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The Horse, The Railway And The Bicycle.

It seems a while since I last tapped away at a keyboard producing this nonsense. Life seems to have been rather full since my pedal through Milford, past the short-lived Durham Ox. A couple of GP visits, a trip to Sweden, a comforting, or perhaps a less than comforting, chat with a consultant at hospital and a dentist delving into my dentition all seem to have to eaten up time that could otherwise have been available for bygone boozer blogging. Now another trip down the M5 to visit the Outlaws beckons. It doesn't seem that long since the last time we were in Somerset when Mrs. Bygone Boozer and I dropped the pair of them off in Wells for their dance, leaving us with a couple of hours to kill wandering around the city.


A visit to the cathedral occupied some of the time and consumption of a coffee and almond tart purchased in the Cathedral's café, and paid for with cash as their electronic payment system had stopped working, occupied the bulk of it.


Our route from the car park to the cathedral was rather circuitous and took us past Sherston House, just a little way along from where Southway meets Priory Road.



Until pretty recently Sherston House used to be a boozer, the Sherston Inn...


White Horse Railway Sherston Wells
The Sherston Inn in June 2008. © Google 2022

...but it wasn't always so-named.


Originally the White Horse, it was operating as a coaching inn from at least 1791, when it was in the hands of William Gillard, providing accommodation and refreshment to those travelling to and from the south-west.



Extract form the 1791 Universal British Directory.

It was in the latter part of the eighteenth century that the pub acquired a long-term permanent resident.


It is told that the lover of a local highwayman lived at the inn. Each night the tobyman would visit his inamorata and in time members of the local militia became aware of these assignations. They entered the inn and tied the woman to the end of the bed whilst they waited for her suiter to arrive. The young woman grabbed one of the men's musket and shot herself through the heart. Her lover, on hearing the shot whilst approaching the inn, turned and escaped. Later, after hearing that his love had died, he returned hoping to avenge her loss but was shot dead outside the inn. The ghost of the young lady has been seen ascending and descending the stairs in the Sherston. Or, as I said, so it is told.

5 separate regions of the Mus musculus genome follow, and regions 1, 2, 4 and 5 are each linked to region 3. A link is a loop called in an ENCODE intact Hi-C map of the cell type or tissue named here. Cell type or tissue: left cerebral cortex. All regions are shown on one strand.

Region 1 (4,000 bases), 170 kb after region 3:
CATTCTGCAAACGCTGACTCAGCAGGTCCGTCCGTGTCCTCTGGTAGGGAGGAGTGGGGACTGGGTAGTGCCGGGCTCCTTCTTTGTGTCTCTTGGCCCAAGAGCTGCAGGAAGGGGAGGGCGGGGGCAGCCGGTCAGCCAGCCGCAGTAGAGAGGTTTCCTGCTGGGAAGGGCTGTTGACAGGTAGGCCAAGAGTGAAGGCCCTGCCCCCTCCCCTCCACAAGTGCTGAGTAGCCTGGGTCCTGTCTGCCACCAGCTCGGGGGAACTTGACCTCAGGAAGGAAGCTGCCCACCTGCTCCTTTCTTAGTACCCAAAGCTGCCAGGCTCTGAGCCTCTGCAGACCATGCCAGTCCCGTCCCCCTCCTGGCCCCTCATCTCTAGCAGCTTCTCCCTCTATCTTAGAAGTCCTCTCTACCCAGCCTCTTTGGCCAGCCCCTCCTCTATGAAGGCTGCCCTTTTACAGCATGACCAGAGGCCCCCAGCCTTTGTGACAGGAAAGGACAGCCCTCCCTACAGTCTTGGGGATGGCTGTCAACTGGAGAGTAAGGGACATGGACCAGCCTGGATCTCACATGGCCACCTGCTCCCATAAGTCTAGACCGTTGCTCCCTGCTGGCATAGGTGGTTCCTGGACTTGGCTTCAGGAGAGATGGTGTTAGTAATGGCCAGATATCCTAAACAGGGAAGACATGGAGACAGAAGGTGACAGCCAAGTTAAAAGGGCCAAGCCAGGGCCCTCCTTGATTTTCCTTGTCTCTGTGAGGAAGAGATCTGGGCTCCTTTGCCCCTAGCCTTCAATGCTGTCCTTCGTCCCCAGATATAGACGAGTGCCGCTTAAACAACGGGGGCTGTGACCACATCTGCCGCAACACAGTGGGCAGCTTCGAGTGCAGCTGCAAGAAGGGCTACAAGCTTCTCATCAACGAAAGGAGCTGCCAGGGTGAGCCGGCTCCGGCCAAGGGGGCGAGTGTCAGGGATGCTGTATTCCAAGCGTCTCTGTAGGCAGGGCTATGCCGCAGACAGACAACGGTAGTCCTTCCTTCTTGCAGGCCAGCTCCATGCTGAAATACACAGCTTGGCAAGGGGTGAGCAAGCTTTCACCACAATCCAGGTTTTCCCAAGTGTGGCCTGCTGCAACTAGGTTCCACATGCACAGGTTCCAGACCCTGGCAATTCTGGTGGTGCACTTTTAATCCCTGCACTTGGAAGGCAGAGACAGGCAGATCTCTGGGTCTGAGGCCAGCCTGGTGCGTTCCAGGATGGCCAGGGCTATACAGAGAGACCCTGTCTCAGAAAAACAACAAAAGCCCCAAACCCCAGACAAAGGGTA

Haunted or not, it was still known as the White Horse in 1830 when it was listed in Pigot's directory immediately beneath the previously featured pair of the Mermaid and the Sun.



Extract from Pigot's 1830 directory

However, at some point in the 1830s it changed its name from the White Horse to the Sherston Arms, presumably named after the local family residing in the big house up the hill towards Bristol.


Its name wasn't the only thing to have changed in the 1830s, as its address did too. It now seems to be found on Exeter Road, even though Southover had always been the way out of Wells if you were heading for Exeter, continuing along the line of what is today the A39 towards Glastonbury. No Exeter Road exists in today's Wells, to my knowledge. I wonder if it really did back then.


Extract from Robson's 1839 directory.

A few years later and the Sherston has acquired yet another address. It's now to be found on Priory Road. This change makes a bit more sense though.


Extract from Pigot's 1844 directory.

Priory Road was newly constructed. This old Ordnance Survey map extract shows the location of the Sherston, marked as a hotel, with Southover disappearing to the northeast on the right-hand side and the new Priory Road off the top edge.